things: hypnosis and electromagnetism. We employ the one for medical
purposes, and base almost the whole of our industrial civilisation upon
Indeed, we live and have our being in a world of regularity and order,
a world that has come increasingly within the grasp of keen-eyed
understanding. If what we dub `paranormal phenomena' do have their
effect on this external, law-abiding world, it might not be beyond the
reach of scientific method to replicate or harness them. This, at any
rate, is the assumption that motivates parapsychology research, which
has not been without its successes in laboratory and life alike
(skittish though they are).
And the crude fact remains that the sole paranormal phenomenon which
can't (yet) be equalled by science or technological cunning is
precognition—accurate insight into a future still unborn. Scientific
models are indeed defined by their power to predict future states, but
only in a general way. Heat chemical A with chemical B for precisely 15
seconds and you'll get the compound C, plus 28 percent water vapour.
Instant prediction, right every time. Paranormal precognition, on the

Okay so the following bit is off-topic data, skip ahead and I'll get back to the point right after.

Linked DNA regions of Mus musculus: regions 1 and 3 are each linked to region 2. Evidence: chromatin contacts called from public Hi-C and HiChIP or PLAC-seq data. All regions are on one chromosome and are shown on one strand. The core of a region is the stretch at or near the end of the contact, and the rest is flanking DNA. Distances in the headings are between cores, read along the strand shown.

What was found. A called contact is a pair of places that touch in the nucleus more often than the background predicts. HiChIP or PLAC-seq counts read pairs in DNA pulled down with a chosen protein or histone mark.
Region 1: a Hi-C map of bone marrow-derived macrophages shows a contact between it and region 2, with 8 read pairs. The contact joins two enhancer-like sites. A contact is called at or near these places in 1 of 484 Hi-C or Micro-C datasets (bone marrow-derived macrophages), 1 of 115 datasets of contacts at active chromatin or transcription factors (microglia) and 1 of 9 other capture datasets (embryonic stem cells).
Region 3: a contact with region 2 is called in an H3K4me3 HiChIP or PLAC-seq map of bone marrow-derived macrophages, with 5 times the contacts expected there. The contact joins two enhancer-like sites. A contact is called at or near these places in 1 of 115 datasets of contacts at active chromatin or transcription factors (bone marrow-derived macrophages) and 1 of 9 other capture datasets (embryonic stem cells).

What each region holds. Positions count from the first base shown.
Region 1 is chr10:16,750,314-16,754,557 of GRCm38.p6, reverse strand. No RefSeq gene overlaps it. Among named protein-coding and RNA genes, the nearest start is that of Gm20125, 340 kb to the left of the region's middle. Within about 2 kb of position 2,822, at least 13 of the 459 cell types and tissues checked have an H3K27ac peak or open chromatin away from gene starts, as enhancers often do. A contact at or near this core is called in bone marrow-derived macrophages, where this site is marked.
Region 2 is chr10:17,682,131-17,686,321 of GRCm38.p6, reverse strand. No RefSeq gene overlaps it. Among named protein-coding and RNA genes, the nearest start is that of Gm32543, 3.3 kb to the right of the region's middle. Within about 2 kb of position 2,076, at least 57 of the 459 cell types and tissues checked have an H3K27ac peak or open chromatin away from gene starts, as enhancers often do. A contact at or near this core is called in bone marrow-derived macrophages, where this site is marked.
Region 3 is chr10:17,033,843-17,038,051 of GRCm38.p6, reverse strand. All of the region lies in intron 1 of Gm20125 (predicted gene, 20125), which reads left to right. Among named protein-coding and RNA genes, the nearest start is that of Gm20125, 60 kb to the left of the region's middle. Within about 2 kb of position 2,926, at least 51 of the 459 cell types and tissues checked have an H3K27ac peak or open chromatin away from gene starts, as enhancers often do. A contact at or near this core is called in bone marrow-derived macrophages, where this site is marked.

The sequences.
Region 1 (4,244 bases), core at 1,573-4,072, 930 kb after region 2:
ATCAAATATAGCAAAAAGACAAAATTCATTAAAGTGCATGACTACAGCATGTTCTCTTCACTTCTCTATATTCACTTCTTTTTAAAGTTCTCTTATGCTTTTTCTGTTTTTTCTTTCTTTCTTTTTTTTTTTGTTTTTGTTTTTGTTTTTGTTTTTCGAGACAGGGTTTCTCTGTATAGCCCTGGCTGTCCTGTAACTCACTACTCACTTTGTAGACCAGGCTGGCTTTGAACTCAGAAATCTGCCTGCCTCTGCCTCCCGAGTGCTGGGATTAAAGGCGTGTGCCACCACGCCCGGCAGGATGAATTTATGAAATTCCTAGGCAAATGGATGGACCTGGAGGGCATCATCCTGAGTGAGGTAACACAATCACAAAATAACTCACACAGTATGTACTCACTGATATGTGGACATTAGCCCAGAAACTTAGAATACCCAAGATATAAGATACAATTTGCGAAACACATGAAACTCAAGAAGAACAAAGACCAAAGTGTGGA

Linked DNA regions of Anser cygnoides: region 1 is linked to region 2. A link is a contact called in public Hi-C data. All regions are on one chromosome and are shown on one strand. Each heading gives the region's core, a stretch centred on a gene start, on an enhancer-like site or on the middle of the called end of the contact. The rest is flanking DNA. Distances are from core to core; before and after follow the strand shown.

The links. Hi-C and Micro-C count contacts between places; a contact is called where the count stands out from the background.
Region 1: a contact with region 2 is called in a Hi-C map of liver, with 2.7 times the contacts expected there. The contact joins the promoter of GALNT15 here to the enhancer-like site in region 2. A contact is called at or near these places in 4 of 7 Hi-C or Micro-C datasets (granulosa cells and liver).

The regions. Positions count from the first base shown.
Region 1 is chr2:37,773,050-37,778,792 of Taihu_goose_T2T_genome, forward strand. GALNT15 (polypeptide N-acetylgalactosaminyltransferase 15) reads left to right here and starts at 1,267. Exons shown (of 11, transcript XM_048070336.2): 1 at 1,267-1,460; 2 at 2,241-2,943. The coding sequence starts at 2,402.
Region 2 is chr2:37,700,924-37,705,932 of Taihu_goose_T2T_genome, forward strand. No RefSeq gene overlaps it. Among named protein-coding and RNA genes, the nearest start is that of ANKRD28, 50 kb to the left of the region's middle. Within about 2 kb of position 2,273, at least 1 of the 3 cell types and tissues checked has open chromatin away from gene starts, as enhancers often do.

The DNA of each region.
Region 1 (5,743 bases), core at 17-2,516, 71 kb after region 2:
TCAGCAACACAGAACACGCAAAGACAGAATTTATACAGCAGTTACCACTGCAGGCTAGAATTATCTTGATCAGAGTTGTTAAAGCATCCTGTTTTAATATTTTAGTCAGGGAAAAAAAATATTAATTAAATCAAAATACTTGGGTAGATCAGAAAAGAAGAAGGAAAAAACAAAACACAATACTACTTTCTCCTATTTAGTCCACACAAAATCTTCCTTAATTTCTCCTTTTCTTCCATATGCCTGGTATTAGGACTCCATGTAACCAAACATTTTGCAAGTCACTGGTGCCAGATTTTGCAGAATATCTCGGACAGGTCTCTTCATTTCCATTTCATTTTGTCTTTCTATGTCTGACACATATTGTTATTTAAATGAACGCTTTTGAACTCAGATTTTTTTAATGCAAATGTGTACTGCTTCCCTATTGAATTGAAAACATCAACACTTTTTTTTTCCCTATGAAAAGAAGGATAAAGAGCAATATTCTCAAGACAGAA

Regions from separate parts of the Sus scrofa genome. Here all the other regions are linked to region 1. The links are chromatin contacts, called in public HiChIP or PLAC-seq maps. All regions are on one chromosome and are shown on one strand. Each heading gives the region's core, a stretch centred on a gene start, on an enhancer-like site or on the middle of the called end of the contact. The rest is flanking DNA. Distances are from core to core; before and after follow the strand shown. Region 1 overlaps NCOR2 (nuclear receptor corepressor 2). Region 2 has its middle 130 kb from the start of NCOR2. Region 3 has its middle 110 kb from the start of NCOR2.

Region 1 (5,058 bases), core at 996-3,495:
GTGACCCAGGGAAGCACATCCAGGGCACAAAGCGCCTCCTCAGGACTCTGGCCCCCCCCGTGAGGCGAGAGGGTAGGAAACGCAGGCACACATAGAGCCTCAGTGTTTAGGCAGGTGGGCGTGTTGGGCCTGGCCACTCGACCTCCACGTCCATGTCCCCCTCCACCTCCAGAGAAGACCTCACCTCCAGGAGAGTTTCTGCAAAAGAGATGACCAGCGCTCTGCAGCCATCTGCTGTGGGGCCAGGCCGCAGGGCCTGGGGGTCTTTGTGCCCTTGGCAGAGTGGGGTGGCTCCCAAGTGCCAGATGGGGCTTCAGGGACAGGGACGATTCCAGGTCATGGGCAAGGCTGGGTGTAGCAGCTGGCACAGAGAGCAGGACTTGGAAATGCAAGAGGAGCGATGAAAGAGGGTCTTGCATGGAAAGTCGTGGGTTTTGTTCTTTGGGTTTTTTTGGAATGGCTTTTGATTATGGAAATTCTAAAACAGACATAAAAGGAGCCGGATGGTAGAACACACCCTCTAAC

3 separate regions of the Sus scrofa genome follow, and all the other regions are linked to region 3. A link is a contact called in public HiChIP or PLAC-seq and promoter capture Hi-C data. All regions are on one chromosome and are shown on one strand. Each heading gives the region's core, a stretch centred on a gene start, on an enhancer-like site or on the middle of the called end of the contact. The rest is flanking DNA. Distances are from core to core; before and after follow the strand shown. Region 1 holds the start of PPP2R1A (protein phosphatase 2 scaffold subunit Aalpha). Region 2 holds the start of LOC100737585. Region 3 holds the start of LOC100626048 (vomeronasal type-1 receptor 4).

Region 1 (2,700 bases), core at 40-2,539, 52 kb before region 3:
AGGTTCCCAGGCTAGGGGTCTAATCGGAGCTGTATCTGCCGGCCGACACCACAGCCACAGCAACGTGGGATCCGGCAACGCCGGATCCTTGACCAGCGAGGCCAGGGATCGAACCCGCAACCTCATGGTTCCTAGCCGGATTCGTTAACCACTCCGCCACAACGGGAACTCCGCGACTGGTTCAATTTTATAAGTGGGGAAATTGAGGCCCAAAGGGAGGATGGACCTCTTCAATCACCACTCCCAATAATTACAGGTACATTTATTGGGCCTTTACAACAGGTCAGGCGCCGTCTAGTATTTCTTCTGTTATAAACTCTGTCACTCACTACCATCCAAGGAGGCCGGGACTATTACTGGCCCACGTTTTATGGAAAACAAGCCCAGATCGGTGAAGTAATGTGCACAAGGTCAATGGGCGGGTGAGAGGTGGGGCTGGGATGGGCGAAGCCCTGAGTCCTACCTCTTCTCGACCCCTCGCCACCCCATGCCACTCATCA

other hand, purports to deal in events that are strictly one-off: my
child will be maimed by a red car unless I get to the intersection in
time, the Titanic will hit an iceberg on her maiden voyage and sink. If
this kind of fore-telling could be made as routine and reliable as
scientific generalisations, we would step into a new era (for good or ill).
Of course, maybe there was no such thing as precognition. Maybe it was
just a story-telling device from myth, religion and fantasy. But the
archives of well-bred Societies for Psychical Research around the world
are stacked with reports of vivid dreams later startlingly confirmed by
reality. The pages of The Journal of Parapsychology list hundreds of